Georges Perec famously told his readers to; “Question your tea spoons.” and asked them; “What is under your wallpaper?”[1], this was his way of calling to attention these every day things that are the major part of our life, but that so often go by unnoticed and uncared about. They are overwhelmed by the bigger, but rarer events. You may say that such things are uncared about because they are trivial and that the big events are what make life interesting. The problem is that statistically very few of us really experience those big events; we may read about them or see them on the TV or computer, but that is not the real world, it is some editors version of the real word. What has to be noticed and cared about are the wonderful but simple things which exist all around us everyday. For me the great joy in life is noticing the beauty and wonder in such triviality. For instance, every time you cut an apple in half you are the first person ever to see what is inside, that is a work of art in itself. What will you find inside that apple? The inside of an apple or the” arc of the covenant”, the answer is you don’t really know, the could be one of those big events hiding behind a small one, but you have to look to see it.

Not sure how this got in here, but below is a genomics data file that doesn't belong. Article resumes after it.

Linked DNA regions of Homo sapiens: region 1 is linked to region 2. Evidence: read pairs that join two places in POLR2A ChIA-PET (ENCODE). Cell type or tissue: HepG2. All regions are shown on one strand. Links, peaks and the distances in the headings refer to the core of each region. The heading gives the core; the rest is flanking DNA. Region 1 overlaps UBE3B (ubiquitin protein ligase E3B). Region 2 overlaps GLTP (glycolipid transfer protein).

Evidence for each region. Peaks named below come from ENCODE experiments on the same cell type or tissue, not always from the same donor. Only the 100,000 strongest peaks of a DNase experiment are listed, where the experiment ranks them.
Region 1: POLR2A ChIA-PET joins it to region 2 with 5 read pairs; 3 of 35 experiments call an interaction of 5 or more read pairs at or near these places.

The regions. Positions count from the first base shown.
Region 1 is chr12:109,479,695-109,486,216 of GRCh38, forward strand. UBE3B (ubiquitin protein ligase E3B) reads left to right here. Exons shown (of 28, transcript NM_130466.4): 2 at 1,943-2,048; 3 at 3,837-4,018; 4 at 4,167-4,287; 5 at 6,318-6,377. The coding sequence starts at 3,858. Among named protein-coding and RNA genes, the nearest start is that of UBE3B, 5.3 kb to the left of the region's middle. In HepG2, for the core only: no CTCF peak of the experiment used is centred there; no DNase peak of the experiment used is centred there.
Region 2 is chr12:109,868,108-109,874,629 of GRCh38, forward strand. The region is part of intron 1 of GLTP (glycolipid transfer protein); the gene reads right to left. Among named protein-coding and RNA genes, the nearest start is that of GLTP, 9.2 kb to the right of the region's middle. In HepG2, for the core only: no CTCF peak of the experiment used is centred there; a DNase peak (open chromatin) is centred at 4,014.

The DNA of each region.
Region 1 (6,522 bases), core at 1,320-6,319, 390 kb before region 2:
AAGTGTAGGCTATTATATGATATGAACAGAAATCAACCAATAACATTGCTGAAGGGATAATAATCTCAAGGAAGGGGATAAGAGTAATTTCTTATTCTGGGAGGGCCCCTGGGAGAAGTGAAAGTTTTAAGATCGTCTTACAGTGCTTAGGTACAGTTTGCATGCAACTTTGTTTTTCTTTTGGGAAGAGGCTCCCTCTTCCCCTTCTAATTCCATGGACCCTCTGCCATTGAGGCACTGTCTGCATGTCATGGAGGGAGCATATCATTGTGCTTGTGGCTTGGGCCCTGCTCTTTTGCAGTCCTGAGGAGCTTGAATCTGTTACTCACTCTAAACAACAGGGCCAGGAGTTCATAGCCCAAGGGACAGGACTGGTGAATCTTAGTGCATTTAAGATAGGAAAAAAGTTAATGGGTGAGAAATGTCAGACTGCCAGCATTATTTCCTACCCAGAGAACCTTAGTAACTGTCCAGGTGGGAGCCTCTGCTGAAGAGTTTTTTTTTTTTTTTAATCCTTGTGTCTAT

So that has prehaps given you something of an insight into  the way I like to work and think, to go along with it here are a couple of photographs, one brand new, one not quite so. The image at the top of the page is one of the new ones which I have taken since I got to Ireland, the one immediately above is a detail of a sculpture that I produced earlier this year called “Mary’s Table“, the similarity is obvious but so once again are the ideas of the infra-ordinary and of the multiple, however now it is becoming apparent to me that it isn’t just any multiple, it is multiples which are forming structures. This is something I will have to look at more.


[1]
Perec Georges, Approaches to What? L’Infra-ordinaire
(1989)
, Species of Spaces and Other Pieces, Penguin Classics 2008, pgs.
209-211.